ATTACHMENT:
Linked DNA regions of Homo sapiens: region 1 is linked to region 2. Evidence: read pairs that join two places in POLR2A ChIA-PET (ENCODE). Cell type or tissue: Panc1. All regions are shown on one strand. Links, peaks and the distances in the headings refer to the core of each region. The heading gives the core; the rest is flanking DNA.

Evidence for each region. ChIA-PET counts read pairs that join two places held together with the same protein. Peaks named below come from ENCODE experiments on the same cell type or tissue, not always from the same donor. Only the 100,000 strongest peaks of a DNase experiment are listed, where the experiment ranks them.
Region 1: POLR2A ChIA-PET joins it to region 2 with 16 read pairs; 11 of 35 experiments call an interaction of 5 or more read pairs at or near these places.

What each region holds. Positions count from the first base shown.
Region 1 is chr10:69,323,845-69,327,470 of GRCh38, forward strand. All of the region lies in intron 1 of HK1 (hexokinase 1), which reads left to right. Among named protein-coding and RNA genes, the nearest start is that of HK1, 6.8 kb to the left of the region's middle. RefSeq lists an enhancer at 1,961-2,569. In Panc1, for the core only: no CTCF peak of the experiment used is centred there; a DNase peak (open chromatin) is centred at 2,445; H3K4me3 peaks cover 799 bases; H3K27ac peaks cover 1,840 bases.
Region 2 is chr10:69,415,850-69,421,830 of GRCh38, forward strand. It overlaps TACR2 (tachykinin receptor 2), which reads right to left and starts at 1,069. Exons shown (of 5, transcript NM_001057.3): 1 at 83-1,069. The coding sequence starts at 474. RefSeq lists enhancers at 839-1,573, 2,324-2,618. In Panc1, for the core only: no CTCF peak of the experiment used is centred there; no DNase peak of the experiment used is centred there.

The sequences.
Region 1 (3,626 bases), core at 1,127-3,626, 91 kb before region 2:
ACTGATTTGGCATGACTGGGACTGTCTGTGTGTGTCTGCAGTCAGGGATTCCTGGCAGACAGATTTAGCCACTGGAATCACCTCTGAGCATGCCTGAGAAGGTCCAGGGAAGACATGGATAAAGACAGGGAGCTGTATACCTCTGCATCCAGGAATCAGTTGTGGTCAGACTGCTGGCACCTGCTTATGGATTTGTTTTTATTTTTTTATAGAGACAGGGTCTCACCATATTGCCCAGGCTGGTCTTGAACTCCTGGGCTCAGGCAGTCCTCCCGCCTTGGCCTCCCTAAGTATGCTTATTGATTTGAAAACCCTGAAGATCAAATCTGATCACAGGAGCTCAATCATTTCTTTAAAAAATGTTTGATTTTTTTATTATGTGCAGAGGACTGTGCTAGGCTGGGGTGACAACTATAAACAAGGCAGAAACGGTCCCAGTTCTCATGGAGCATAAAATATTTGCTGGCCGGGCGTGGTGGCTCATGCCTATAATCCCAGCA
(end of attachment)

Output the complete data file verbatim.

Linked DNA regions of Homo sapiens: region 1 is linked to region 2. Evidence: read pairs that join two places in POLR2A ChIA-PET (ENCODE). Cell type or tissue: Panc1. All regions are shown on one strand. Links, peaks and the distances in the headings refer to the core of each region. The heading gives the core; the rest is flanking DNA.

Evidence for each region. ChIA-PET counts read pairs that join two places held together with the same protein. Peaks named below come from ENCODE experiments on the same cell type or tissue, not always from the same donor. Only the 100,000 strongest peaks of a DNase experiment are listed, where the experiment ranks them.
Region 1: POLR2A ChIA-PET joins it to region 2 with 16 read pairs; 11 of 35 experiments call an interaction of 5 or more read pairs at or near these places.

What each region holds. Positions count from the first base shown.
Region 1 is chr10:69,323,845-69,327,470 of GRCh38, forward strand. All of the region lies in intron 1 of HK1 (hexokinase 1), which reads left to right. Among named protein-coding and RNA genes, the nearest start is that of HK1, 6.8 kb to the left of the region's middle. RefSeq lists an enhancer at 1,961-2,569. In Panc1, for the core only: no CTCF peak of the experiment used is centred there; a DNase peak (open chromatin) is centred at 2,445; H3K4me3 peaks cover 799 bases; H3K27ac peaks cover 1,840 bases.
Region 2 is chr10:69,415,850-69,421,830 of GRCh38, forward strand. It overlaps TACR2 (tachykinin receptor 2), which reads right to left and starts at 1,069. Exons shown (of 5, transcript NM_001057.3): 1 at 83-1,069. The coding sequence starts at 474. RefSeq lists enhancers at 839-1,573, 2,324-2,618. In Panc1, for the core only: no CTCF peak of the experiment used is centred there; no DNase peak of the experiment used is centred there.

The sequences.
Region 1 (3,626 bases), core at 1,127-3,626, 91 kb before region 2:
ACTGATTTGGCATGACTGGGACTGTCTGTGTGTGTCTGCAGTCAGGGATTCCTGGCAGACAGATTTAGCCACTGGAATCACCTCTGAGCATGCCTGAGAAGGTCCAGGGAAGACATGGATAAAGACAGGGAGCTGTATACCTCTGCATCCAGGAATCAGTTGTGGTCAGACTGCTGGCACCTGCTTATGGATTTGTTTTTATTTTTTTATAGAGACAGGGTCTCACCATATTGCCCAGGCTGGTCTTGAACTCCTGGGCTCAGGCAGTCCTCCCGCCTTGGCCTCCCTAAGTATGCTTATTGATTTGAAAACCCTGAAGATCAAATCTGATCACAGGAGCTCAATCATTTCTTTAAAAAATGTTTGATTTTTTTATTATGTGCAGAGGACTGTGCTAGGCTGGGGTGACAACTATAAACAAGGCAGAAACGGTCCCAGTTCTCATGGAGCATAAAATATTTGCTGGCCGGGCGTGGTGGCTCATGCCTATAATCCCAGCA